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JLKare and Support Limited Good


Inspection carried out on 23 December 2019

During a routine inspection

About the service

JLKare and support Limited is registered to provide personal care to people in their own homes within a supported living setting. On the day of the inspection 16 people were being supported. Of these 10 people received personal care in their own homes and six people with learning disabilities received personal care in a supported living environment.

Not everyone who used the service received personal care. CQC only inspects where people receive personal care. This is help with tasks related to personal hygiene and eating. Where they do we also consider any wider social care provided.

People’s experience of using this service and what we found

People’s safety was integral to the support they received and care staff were trained to keep them safe. Recruitment processes were in place and training was provided before care staff could administer medicines. Systems were in place to ensure there were sufficient care staff and risks to people were identified and managed. The provider ensured they had clear infection control procedures.

People were supported to have maximum choice and control of their lives and care staff supported them in the least restrictive way possible and in their best interests; the policies and systems in the service supported this practice. Care staff were supported to meet people’s needs and had the skills and knowledge to do so. People were supported with their dietary needs and relatives told us they could rest easy knowing care staff were monitoring people’s health as part of the support people received.

People and relatives told us the care staff were compassionate, caring and kind. People’s privacy, dignity and independence was integral to how people were supported.

The services offered were responsive to people’s needs. Professionals told us they could always rely on the service to respond to people’s needs. People were communicated with in ways they would understand. Assessments and support plans were clear and concise. Reviews took place regularly so any changes to people’s needs could be responded to quickly.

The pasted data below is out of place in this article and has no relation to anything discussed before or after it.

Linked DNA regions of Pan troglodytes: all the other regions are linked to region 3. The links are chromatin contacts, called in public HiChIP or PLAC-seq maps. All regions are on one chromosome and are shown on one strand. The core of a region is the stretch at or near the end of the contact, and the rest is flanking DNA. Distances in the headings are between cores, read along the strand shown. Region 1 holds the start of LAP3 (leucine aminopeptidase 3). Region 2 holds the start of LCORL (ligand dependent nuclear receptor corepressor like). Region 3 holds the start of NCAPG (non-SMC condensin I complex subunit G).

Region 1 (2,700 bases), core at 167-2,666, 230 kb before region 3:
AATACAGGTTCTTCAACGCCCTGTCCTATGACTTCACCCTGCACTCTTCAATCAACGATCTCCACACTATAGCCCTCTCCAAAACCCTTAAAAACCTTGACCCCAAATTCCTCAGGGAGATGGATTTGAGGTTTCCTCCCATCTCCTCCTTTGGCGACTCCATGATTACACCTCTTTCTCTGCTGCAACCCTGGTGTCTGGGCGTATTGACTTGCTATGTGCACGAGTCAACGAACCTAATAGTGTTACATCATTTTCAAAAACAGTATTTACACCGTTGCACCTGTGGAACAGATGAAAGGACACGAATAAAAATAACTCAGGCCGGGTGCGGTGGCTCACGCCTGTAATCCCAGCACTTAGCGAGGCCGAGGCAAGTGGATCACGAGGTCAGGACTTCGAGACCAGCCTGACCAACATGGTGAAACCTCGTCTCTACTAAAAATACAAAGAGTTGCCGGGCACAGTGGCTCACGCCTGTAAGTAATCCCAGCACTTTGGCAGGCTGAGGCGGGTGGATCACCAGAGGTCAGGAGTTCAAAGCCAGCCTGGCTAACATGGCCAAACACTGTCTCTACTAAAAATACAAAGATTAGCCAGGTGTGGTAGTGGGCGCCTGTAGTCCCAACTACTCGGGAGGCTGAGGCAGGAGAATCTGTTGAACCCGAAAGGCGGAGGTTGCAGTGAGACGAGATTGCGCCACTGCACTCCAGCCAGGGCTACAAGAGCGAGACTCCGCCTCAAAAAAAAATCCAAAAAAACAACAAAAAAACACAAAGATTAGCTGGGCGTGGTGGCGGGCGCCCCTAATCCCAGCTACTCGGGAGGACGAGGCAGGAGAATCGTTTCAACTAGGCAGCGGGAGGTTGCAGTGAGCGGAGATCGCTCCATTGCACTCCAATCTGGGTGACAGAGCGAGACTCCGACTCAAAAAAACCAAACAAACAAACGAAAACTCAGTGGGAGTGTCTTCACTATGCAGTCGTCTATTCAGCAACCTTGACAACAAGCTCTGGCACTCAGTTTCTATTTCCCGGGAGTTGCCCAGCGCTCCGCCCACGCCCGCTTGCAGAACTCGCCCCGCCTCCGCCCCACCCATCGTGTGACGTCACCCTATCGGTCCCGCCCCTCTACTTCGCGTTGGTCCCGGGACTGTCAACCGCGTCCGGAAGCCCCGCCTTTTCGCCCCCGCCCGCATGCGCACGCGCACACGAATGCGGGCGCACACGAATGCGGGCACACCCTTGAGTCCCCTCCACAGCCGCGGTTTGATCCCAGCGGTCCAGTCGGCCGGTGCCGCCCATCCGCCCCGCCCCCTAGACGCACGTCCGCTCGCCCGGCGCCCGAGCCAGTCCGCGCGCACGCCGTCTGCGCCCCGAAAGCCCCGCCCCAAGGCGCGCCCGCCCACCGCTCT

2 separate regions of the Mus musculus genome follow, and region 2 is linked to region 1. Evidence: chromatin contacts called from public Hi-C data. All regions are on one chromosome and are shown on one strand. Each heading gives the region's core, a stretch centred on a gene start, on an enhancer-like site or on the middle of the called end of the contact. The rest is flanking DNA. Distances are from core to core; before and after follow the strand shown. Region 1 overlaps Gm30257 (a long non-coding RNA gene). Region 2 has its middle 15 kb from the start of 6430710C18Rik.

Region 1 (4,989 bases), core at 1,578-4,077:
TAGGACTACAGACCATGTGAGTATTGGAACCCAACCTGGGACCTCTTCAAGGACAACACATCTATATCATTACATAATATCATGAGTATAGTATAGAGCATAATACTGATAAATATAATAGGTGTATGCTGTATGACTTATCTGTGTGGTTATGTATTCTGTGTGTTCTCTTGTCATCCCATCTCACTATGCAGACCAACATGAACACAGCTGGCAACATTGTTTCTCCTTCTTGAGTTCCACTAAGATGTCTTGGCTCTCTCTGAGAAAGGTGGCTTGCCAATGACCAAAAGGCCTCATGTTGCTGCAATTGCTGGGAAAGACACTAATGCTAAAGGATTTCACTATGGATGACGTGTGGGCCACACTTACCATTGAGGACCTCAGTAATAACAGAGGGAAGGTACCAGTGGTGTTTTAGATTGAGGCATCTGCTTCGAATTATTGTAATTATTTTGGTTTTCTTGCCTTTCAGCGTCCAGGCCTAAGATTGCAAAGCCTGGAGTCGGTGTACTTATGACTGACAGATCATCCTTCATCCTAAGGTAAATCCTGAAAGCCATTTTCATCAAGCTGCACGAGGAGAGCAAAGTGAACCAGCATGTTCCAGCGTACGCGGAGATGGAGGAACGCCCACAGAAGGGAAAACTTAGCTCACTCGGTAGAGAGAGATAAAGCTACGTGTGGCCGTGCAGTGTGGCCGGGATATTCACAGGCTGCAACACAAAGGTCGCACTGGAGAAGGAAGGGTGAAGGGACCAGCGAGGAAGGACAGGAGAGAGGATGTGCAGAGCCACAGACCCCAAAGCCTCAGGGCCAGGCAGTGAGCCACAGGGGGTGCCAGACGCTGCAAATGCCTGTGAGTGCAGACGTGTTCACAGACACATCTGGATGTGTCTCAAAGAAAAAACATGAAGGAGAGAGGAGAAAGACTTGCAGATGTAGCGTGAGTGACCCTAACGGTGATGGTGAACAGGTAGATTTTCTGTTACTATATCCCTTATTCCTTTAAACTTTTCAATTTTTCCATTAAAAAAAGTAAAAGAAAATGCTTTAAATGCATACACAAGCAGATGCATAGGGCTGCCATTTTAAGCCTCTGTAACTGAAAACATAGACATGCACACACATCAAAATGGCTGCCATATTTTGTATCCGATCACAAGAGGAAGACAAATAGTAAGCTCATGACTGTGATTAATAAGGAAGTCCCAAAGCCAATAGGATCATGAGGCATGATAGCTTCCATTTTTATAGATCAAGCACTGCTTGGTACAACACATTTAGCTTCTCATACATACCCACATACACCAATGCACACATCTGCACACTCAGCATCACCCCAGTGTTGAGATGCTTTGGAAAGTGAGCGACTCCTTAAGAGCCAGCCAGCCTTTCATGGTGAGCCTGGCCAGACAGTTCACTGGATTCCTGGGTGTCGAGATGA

Everyone we spoke with told us the service was better than well led. One person said, “There are not any words to explain how my life as changed because of this service”. We found spot checks and audits were carried out to ensure quality of the support people received. The provider used a range of methods to ensure engaged with people was successful.

Services for people with learning disabilities and or autism are supported

The service has been developed and designed in line with the principles and values that underpin Registering the Right Support and other best practice guidance. This ensures that people who use the service can live as full a life as possible and achieve the best possible outcomes. The principles reflect the need for people with learning disabilities and/or autism to live meaningful lives that include control, choice, and independence. People using the service receive planned and co-ordinated person-centred support that is appropriate and inclusive for them.

The service consistently applied the principles and values of Registering the Right Support and other best practice guidance. These ensure that people who use the service can live as full a life as possible and achieve the best possible outcomes that include control, choice and independence.

The outcomes for people using the service reflected the principles and values of Registering the Right Support by promoting choice and control, independence and inclusion. People's support focused on them having as many opportunities as possible for them to gain new skills and become more independent.

Rating at last inspection

The last rating for this service was Good (Report published 25 July 2017).

Why we inspected

This was a planned inspection based on the previous rating.

Follow up

We will continue to monitor the service through the information we receive until we return to visit as per our re-inspect